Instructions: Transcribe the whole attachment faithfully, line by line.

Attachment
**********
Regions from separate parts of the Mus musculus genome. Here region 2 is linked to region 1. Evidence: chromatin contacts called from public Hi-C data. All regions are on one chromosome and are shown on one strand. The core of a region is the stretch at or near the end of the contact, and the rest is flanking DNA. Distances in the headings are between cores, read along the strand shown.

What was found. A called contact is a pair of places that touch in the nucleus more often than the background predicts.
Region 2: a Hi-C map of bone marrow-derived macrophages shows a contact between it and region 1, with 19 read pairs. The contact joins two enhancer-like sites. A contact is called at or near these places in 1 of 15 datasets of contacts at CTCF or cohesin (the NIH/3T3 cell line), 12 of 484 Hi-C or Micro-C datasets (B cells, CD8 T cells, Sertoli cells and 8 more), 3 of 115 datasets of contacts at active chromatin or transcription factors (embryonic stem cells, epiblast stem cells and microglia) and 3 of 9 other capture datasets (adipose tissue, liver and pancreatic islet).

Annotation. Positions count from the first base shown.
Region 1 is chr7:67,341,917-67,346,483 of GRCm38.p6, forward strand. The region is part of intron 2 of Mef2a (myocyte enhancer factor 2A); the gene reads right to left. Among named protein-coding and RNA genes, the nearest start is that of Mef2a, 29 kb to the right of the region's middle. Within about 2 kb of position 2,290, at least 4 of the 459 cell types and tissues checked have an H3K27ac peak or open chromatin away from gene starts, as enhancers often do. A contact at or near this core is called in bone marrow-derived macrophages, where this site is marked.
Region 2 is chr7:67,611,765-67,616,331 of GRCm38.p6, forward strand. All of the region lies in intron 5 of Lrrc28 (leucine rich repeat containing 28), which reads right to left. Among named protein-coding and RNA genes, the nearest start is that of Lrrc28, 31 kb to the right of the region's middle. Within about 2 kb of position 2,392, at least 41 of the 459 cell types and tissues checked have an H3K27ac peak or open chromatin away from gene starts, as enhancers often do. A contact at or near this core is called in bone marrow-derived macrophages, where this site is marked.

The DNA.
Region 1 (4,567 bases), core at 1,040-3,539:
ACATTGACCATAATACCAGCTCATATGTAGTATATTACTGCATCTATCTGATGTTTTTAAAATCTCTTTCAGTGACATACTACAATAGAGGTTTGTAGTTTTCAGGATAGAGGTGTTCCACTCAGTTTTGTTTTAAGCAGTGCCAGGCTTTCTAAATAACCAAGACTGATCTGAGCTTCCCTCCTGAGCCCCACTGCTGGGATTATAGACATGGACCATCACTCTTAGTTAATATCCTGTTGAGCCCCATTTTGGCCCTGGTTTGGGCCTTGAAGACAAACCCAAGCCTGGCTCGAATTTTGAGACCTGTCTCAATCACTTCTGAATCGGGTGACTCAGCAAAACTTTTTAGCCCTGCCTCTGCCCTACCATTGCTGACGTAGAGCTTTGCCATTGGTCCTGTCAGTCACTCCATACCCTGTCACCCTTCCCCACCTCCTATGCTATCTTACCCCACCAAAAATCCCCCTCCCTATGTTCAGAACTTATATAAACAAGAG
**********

Regions from separate parts of the Mus musculus genome. Here region 2 is linked to region 1. Evidence: chromatin contacts called from public Hi-C data. All regions are on one chromosome and are shown on one strand. The core of a region is the stretch at or near the end of the contact, and the rest is flanking DNA. Distances in the headings are between cores, read along the strand shown.

What was found. A called contact is a pair of places that touch in the nucleus more often than the background predicts.
Region 2: a Hi-C map of bone marrow-derived macrophages shows a contact between it and region 1, with 19 read pairs. The contact joins two enhancer-like sites. A contact is called at or near these places in 1 of 15 datasets of contacts at CTCF or cohesin (the NIH/3T3 cell line), 12 of 484 Hi-C or Micro-C datasets (B cells, CD8 T cells, Sertoli cells and 8 more), 3 of 115 datasets of contacts at active chromatin or transcription factors (embryonic stem cells, epiblast stem cells and microglia) and 3 of 9 other capture datasets (adipose tissue, liver and pancreatic islet).

Annotation. Positions count from the first base shown.
Region 1 is chr7:67,341,917-67,346,483 of GRCm38.p6, forward strand. The region is part of intron 2 of Mef2a (myocyte enhancer factor 2A); the gene reads right to left. Among named protein-coding and RNA genes, the nearest start is that of Mef2a, 29 kb to the right of the region's middle. Within about 2 kb of position 2,290, at least 4 of the 459 cell types and tissues checked have an H3K27ac peak or open chromatin away from gene starts, as enhancers often do. A contact at or near this core is called in bone marrow-derived macrophages, where this site is marked.
Region 2 is chr7:67,611,765-67,616,331 of GRCm38.p6, forward strand. All of the region lies in intron 5 of Lrrc28 (leucine rich repeat containing 28), which reads right to left. Among named protein-coding and RNA genes, the nearest start is that of Lrrc28, 31 kb to the right of the region's middle. Within about 2 kb of position 2,392, at least 41 of the 459 cell types and tissues checked have an H3K27ac peak or open chromatin away from gene starts, as enhancers often do. A contact at or near this core is called in bone marrow-derived macrophages, where this site is marked.

The DNA.
Region 1 (4,567 bases), core at 1,040-3,539:
ACATTGACCATAATACCAGCTCATATGTAGTATATTACTGCATCTATCTGATGTTTTTAAAATCTCTTTCAGTGACATACTACAATAGAGGTTTGTAGTTTTCAGGATAGAGGTGTTCCACTCAGTTTTGTTTTAAGCAGTGCCAGGCTTTCTAAATAACCAAGACTGATCTGAGCTTCCCTCCTGAGCCCCACTGCTGGGATTATAGACATGGACCATCACTCTTAGTTAATATCCTGTTGAGCCCCATTTTGGCCCTGGTTTGGGCCTTGAAGACAAACCCAAGCCTGGCTCGAATTTTGAGACCTGTCTCAATCACTTCTGAATCGGGTGACTCAGCAAAACTTTTTAGCCCTGCCTCTGCCCTACCATTGCTGACGTAGAGCTTTGCCATTGGTCCTGTCAGTCACTCCATACCCTGTCACCCTTCCCCACCTCCTATGCTATCTTACCCCACCAAAAATCCCCCTCCCTATGTTCAGAACTTATATAAACAAGAG